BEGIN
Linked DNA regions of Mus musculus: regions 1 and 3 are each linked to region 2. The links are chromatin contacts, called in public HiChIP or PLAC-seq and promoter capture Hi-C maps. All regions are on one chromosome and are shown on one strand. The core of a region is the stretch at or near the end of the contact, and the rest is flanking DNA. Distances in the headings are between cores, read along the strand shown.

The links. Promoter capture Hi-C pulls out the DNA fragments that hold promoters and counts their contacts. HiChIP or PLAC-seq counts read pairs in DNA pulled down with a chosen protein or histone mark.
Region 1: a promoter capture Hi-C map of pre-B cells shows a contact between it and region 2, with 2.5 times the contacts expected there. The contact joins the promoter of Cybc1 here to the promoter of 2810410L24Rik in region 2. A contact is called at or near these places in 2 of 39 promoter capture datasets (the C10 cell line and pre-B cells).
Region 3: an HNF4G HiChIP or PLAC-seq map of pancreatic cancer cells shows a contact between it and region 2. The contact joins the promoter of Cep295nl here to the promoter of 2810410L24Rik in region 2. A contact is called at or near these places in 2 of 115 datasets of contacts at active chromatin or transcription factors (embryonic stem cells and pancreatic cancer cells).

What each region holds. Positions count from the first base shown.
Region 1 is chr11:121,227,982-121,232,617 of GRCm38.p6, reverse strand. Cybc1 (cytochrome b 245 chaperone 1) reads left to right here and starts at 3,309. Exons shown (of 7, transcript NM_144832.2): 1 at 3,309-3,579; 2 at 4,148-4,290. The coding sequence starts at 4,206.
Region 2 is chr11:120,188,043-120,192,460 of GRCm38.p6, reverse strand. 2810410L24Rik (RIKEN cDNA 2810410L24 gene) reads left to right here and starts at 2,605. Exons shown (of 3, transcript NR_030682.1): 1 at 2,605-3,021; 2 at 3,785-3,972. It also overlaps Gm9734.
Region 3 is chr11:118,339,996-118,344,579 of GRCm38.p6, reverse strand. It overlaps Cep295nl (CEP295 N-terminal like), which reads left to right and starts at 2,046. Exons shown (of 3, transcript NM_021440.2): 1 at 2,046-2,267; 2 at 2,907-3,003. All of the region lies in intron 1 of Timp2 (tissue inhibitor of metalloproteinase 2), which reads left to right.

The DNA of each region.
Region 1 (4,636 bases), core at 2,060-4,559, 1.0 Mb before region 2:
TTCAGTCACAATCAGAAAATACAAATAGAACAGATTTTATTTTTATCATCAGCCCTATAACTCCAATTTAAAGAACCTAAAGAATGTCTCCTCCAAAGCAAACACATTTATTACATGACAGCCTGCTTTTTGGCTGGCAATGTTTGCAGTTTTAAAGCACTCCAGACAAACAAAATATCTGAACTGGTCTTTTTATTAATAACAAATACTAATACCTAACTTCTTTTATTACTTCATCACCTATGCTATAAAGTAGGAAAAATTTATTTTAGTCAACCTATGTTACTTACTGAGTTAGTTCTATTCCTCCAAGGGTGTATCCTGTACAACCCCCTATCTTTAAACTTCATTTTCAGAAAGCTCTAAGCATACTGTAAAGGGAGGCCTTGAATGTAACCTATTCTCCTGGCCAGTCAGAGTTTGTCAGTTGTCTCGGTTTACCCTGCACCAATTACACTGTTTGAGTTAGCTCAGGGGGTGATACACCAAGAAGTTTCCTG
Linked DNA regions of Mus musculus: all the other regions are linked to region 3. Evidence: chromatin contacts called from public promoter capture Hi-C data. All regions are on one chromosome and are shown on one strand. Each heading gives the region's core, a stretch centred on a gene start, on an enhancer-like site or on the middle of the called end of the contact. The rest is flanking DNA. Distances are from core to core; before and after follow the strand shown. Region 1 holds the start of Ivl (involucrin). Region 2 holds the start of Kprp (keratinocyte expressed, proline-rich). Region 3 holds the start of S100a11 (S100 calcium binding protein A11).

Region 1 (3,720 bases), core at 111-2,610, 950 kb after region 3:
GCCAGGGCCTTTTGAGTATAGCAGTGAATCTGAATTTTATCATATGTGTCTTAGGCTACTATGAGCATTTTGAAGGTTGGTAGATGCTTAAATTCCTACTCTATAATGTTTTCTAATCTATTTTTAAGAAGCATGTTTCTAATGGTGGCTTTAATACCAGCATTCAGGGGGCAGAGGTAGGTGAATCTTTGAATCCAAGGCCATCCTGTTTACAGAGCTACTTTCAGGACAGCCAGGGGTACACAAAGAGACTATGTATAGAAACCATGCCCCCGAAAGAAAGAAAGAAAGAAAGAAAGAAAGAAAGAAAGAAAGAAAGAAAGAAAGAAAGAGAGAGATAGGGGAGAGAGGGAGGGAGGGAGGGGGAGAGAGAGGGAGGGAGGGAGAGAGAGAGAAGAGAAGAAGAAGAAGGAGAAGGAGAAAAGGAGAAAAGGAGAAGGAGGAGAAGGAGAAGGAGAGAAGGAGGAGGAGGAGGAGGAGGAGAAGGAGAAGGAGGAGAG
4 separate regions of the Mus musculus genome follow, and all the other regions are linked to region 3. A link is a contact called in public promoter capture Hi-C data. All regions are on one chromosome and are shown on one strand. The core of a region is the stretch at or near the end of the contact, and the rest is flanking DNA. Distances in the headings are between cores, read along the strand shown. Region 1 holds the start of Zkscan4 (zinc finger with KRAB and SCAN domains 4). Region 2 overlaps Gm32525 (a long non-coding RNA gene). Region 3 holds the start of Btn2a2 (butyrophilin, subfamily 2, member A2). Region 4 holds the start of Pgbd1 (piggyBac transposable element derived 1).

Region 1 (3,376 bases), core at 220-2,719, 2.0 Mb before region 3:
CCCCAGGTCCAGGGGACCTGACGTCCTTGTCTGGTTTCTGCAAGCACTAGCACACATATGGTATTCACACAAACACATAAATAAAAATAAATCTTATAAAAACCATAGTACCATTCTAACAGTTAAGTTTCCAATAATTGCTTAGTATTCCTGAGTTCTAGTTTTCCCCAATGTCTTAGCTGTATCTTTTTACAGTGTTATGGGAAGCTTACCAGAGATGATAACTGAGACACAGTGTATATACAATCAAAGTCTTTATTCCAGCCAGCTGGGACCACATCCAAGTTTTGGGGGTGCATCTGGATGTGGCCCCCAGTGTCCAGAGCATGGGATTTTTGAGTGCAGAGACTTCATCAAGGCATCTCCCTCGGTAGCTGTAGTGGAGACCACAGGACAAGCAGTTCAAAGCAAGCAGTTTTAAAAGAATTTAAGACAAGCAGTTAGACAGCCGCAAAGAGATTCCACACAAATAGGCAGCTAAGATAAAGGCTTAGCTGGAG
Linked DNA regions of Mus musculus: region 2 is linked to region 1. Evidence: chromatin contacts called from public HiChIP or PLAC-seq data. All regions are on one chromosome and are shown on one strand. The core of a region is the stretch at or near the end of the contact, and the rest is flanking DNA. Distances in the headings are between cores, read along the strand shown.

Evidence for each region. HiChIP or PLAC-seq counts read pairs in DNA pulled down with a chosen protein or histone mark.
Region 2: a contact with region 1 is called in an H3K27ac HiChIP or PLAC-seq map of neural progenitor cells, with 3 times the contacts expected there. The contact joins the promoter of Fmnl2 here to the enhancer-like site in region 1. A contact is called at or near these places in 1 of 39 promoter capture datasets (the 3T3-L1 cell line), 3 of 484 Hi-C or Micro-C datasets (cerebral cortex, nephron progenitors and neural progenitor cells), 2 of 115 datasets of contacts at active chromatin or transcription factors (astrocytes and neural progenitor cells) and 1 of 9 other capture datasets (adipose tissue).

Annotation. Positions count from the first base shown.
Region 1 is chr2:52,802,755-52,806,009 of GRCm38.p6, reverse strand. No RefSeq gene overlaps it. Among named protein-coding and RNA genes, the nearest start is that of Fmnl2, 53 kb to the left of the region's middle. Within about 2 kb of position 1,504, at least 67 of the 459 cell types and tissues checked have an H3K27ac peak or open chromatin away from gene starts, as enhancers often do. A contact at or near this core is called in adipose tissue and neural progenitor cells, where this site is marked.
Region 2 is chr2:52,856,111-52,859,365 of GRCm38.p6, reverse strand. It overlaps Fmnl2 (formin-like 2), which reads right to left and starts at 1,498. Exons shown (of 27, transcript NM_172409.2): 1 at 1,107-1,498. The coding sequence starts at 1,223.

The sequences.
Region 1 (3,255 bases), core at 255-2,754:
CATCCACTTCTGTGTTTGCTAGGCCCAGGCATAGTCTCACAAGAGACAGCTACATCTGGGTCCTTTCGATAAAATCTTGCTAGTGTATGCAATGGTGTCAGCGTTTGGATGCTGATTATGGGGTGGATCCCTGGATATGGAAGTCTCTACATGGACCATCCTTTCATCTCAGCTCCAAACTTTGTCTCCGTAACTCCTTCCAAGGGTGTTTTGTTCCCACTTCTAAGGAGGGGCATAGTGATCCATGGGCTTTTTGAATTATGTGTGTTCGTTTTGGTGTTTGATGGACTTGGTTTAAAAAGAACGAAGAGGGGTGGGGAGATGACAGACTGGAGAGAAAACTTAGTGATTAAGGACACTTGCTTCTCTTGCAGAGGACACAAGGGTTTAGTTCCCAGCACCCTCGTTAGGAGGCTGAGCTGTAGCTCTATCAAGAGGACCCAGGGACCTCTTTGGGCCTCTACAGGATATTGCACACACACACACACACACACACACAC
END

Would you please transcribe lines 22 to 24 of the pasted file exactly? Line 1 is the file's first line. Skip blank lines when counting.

Region 1 is chr2:52,802,755-52,806,009 of GRCm38.p6, reverse strand. No RefSeq gene overlaps it. Among named protein-coding and RNA genes, the nearest start is that of Fmnl2, 53 kb to the left of the region's middle. Within about 2 kb of position 1,504, at least 67 of the 459 cell types and tissues checked have an H3K27ac peak or open chromatin away from gene starts, as enhancers often do. A contact at or near this core is called in adipose tissue and neural progenitor cells, where this site is marked.
Region 2 is chr2:52,856,111-52,859,365 of GRCm38.p6, reverse strand. It overlaps Fmnl2 (formin-like 2), which reads right to left and starts at 1,498. Exons shown (of 27, transcript NM_172409.2): 1 at 1,107-1,498. The coding sequence starts at 1,223.

The sequences.